Last summer, HBO released a new documentary on the 1986 disaster at the Chernobyl nuclear plant. There is a startling scene in the film—a factual coda to the acclaimed mini-series—where a group of soldiers ready themselves to enter the reactor, six months after the disaster. They are equipped with makeshift protective equipment, which is described in this review in the center-right New York Post:
Dressed in what appears to be foul-weather gear, one of the young men cinches his gloves and tightens the drawstring of his hoodie to shield his cheeks. Another slips a .1-inch-thick piece of lead, thinner than the protective coverings provided for dental X-rays, over his back. Some insert the sheets inside their undershorts, creating what is cheekily referred to as an “egg basket,” to protect their private parts. “Radiation is nonsense!” one of the men crowed on camera as his buddies goofed around and put bunny ears behind each other.
The film details the great pains the leaders of the Soviet Union took to cover up the seriousness of the disaster, to their own citizens and to the world—and to these young men heading into danger—while ensuring that the nomenklatura were fully protected against its effects.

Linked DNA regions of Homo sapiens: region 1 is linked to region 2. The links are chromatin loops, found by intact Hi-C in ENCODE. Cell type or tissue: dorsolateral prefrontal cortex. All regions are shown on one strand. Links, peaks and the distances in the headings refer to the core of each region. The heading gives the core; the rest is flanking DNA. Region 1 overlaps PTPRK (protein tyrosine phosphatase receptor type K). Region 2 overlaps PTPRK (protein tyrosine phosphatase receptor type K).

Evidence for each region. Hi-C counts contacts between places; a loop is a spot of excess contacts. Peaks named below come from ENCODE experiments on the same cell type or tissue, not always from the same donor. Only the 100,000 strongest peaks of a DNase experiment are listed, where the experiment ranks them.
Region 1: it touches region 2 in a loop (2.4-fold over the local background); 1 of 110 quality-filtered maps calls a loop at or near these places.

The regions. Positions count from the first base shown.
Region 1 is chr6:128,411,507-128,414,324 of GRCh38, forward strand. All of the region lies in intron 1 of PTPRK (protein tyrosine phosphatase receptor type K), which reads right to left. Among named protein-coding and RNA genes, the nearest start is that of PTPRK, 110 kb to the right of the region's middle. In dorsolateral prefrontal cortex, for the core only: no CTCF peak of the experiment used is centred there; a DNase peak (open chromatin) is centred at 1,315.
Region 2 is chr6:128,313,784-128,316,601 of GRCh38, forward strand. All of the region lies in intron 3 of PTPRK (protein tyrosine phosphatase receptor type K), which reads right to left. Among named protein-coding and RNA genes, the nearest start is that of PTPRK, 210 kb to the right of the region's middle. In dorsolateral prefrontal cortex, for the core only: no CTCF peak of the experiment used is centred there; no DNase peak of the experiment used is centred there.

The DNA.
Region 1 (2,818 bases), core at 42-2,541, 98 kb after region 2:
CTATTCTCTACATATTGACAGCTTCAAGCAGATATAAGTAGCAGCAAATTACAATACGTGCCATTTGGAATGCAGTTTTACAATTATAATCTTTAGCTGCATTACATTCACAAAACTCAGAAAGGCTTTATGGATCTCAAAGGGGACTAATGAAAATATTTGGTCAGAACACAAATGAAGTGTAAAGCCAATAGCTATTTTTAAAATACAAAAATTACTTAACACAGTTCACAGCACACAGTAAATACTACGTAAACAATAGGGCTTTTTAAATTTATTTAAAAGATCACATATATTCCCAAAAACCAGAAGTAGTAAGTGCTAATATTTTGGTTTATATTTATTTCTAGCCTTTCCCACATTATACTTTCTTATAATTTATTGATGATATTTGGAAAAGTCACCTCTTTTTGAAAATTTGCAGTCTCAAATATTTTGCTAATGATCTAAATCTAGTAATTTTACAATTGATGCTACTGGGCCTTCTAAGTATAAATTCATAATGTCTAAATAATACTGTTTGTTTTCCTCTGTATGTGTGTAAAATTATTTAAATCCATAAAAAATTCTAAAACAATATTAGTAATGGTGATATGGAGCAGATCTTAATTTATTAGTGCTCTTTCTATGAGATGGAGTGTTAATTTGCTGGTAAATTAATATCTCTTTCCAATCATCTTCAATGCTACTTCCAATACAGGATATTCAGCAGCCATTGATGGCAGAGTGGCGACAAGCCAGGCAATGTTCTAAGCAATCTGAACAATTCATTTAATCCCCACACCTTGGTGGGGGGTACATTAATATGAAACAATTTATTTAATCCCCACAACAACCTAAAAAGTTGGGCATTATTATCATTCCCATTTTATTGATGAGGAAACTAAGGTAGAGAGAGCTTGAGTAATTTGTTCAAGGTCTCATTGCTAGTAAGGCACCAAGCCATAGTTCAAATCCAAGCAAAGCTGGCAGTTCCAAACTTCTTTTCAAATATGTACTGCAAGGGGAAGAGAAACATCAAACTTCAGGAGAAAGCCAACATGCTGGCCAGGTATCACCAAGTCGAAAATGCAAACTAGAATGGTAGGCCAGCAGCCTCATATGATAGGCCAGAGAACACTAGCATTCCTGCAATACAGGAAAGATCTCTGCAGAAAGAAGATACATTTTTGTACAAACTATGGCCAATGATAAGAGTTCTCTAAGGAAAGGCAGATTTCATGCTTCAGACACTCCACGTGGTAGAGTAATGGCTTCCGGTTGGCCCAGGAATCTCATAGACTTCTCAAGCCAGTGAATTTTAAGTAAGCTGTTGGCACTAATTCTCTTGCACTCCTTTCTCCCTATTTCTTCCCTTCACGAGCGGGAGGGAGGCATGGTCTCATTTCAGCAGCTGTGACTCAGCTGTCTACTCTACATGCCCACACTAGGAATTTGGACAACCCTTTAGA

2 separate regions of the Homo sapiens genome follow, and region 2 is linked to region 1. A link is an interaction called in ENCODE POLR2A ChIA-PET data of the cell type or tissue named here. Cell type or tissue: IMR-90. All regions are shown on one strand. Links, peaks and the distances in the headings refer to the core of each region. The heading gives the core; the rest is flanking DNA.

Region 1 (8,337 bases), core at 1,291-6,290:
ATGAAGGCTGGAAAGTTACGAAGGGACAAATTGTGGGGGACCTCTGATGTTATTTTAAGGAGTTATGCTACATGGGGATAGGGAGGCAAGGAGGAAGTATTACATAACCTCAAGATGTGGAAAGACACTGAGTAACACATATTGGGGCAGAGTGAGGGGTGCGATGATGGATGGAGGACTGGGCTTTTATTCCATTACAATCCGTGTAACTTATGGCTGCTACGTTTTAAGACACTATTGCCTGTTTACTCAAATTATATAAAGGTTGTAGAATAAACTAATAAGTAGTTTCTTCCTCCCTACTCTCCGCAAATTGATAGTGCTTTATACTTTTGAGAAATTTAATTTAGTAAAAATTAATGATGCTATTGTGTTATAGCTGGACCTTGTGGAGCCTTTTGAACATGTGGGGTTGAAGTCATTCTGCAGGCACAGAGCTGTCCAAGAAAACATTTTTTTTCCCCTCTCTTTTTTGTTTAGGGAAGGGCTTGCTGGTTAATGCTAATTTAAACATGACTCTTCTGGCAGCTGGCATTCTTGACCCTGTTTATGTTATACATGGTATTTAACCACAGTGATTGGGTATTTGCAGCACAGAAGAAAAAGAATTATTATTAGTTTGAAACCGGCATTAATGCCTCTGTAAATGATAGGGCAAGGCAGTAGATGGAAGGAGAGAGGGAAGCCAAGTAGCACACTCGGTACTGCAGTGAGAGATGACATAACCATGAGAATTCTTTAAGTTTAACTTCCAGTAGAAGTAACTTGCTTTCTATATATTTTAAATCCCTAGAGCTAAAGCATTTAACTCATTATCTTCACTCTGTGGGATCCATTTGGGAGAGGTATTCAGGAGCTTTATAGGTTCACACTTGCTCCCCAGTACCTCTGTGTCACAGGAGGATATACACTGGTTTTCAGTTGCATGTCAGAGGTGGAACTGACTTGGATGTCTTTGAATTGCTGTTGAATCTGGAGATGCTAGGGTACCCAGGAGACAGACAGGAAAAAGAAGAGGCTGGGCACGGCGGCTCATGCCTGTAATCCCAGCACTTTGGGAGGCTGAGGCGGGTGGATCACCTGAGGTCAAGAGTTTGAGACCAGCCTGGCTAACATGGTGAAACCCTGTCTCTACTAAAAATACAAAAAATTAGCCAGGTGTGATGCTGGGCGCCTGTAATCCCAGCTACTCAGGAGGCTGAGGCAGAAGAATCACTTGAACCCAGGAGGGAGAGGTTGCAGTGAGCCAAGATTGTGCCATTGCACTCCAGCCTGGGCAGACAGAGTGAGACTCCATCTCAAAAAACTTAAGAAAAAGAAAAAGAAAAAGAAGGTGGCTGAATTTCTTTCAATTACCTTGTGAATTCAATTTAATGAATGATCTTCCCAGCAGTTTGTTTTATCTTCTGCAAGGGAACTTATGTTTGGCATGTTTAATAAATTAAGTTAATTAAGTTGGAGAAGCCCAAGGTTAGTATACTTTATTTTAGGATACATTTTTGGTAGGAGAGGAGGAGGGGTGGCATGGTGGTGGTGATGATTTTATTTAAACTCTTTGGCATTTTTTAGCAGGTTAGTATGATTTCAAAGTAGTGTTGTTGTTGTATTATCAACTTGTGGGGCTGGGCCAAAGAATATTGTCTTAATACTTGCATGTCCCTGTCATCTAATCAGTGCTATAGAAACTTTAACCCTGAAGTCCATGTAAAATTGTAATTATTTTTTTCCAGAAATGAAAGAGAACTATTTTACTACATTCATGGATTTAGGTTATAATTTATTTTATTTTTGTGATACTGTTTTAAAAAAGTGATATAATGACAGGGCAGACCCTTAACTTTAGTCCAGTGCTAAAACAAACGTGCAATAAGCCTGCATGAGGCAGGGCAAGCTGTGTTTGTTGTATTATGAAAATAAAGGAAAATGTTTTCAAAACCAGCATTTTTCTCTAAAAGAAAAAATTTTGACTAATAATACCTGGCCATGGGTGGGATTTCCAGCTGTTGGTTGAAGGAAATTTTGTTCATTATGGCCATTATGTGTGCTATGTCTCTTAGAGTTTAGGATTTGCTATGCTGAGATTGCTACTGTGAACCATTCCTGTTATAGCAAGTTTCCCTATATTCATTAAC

A flurry of reports came out last week from Davos, at the World Economic Forum, about the Covid protocols in place for that gathering of plutocrats and their enablers. High-quality ventilation had, of course, been installed, along with HEPA purifiers and far-ultraviolet-C lights to kill SARS-CoV-2. All attendees had to take a Covid test before coming to Davos, and then be tested again on-site before being granted access to the venues. Failure to do so, or a positive test, meant your badge was deactivated and you were locked out of the WEF. As the title of one article on the event put it: “Billionaires at Davos Don’t Think COVID Is a Cold.”
I am not suggesting that the United States is covering up the ongoing seriousness of the Covid pandemic, now entering year four. In fact, Ashish Jha, White House Covid response coordinator, was quite blunt last week in The Washington Post about the severity of what we will be facing—not just for months, but possibly for years—in this country:
I am worried that we are going to have, for years, our health system being pretty dysfunctional, not being able to take care of heart attack patients, not being able to take care of cancer patients, not being able to take care of the kid who’s got appendicitis because we’re going to be so overwhelmed with respiratory viruses for…three or four months a year…. I just think people have not appreciated the chronic cost, because we have seen this as an acute problem. We have no idea how hard this is going to make life for everybody, for long periods of time.